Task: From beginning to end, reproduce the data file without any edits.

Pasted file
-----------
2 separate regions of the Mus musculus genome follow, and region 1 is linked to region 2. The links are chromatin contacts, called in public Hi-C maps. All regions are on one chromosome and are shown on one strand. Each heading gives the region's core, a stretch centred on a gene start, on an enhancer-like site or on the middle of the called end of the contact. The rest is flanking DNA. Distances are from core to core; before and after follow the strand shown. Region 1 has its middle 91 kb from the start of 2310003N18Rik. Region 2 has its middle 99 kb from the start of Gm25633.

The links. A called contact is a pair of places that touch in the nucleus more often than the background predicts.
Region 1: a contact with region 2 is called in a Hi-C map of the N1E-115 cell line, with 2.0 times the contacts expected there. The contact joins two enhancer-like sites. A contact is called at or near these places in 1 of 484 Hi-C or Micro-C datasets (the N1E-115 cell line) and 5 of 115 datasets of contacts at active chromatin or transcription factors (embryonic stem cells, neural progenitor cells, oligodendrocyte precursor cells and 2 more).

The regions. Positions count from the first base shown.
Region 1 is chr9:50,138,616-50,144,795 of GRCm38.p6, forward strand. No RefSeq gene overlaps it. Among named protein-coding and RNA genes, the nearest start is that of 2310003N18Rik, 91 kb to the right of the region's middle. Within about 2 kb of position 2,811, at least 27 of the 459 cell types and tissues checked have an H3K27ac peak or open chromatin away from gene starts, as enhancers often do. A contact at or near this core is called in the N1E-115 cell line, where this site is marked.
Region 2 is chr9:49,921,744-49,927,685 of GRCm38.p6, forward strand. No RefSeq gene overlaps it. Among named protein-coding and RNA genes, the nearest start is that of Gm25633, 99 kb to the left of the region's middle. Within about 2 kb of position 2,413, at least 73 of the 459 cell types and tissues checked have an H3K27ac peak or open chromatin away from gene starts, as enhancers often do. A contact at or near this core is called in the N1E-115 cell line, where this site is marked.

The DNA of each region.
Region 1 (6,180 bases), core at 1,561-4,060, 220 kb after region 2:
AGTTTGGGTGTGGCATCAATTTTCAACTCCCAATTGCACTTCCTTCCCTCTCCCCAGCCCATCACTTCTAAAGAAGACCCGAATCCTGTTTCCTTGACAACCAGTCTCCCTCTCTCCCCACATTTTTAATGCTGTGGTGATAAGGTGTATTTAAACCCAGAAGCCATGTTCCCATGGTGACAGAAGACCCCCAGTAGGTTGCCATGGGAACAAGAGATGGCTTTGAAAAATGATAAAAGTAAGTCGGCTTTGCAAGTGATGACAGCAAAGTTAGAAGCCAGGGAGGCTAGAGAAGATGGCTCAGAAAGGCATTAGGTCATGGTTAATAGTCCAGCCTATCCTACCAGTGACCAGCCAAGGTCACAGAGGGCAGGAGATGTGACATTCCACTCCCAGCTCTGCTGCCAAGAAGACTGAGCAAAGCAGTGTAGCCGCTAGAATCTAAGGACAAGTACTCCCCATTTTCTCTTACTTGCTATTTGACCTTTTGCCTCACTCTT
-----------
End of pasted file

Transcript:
2 separate regions of the Mus musculus genome follow, and region 1 is linked to region 2. The links are chromatin contacts, called in public Hi-C maps. All regions are on one chromosome and are shown on one strand. Each heading gives the region's core, a stretch centred on a gene start, on an enhancer-like site or on the middle of the called end of the contact. The rest is flanking DNA. Distances are from core to core; before and after follow the strand shown. Region 1 has its middle 91 kb from the start of 2310003N18Rik. Region 2 has its middle 99 kb from the start of Gm25633.

The links. A called contact is a pair of places that touch in the nucleus more often than the background predicts.
Region 1: a contact with region 2 is called in a Hi-C map of the N1E-115 cell line, with 2.0 times the contacts expected there. The contact joins two enhancer-like sites. A contact is called at or near these places in 1 of 484 Hi-C or Micro-C datasets (the N1E-115 cell line) and 5 of 115 datasets of contacts at active chromatin or transcription factors (embryonic stem cells, neural progenitor cells, oligodendrocyte precursor cells and 2 more).

The regions. Positions count from the first base shown.
Region 1 is chr9:50,138,616-50,144,795 of GRCm38.p6, forward strand. No RefSeq gene overlaps it. Among named protein-coding and RNA genes, the nearest start is that of 2310003N18Rik, 91 kb to the right of the region's middle. Within about 2 kb of position 2,811, at least 27 of the 459 cell types and tissues checked have an H3K27ac peak or open chromatin away from gene starts, as enhancers often do. A contact at or near this core is called in the N1E-115 cell line, where this site is marked.
Region 2 is chr9:49,921,744-49,927,685 of GRCm38.p6, forward strand. No RefSeq gene overlaps it. Among named protein-coding and RNA genes, the nearest start is that of Gm25633, 99 kb to the left of the region's middle. Within about 2 kb of position 2,413, at least 73 of the 459 cell types and tissues checked have an H3K27ac peak or open chromatin away from gene starts, as enhancers often do. A contact at or near this core is called in the N1E-115 cell line, where this site is marked.

The DNA of each region.
Region 1 (6,180 bases), core at 1,561-4,060, 220 kb after region 2:
AGTTTGGGTGTGGCATCAATTTTCAACTCCCAATTGCACTTCCTTCCCTCTCCCCAGCCCATCACTTCTAAAGAAGACCCGAATCCTGTTTCCTTGACAACCAGTCTCCCTCTCTCCCCACATTTTTAATGCTGTGGTGATAAGGTGTATTTAAACCCAGAAGCCATGTTCCCATGGTGACAGAAGACCCCCAGTAGGTTGCCATGGGAACAAGAGATGGCTTTGAAAAATGATAAAAGTAAGTCGGCTTTGCAAGTGATGACAGCAAAGTTAGAAGCCAGGGAGGCTAGAGAAGATGGCTCAGAAAGGCATTAGGTCATGGTTAATAGTCCAGCCTATCCTACCAGTGACCAGCCAAGGTCACAGAGGGCAGGAGATGTGACATTCCACTCCCAGCTCTGCTGCCAAGAAGACTGAGCAAAGCAGTGTAGCCGCTAGAATCTAAGGACAAGTACTCCCCATTTTCTCTTACTTGCTATTTGACCTTTTGCCTCACTCTT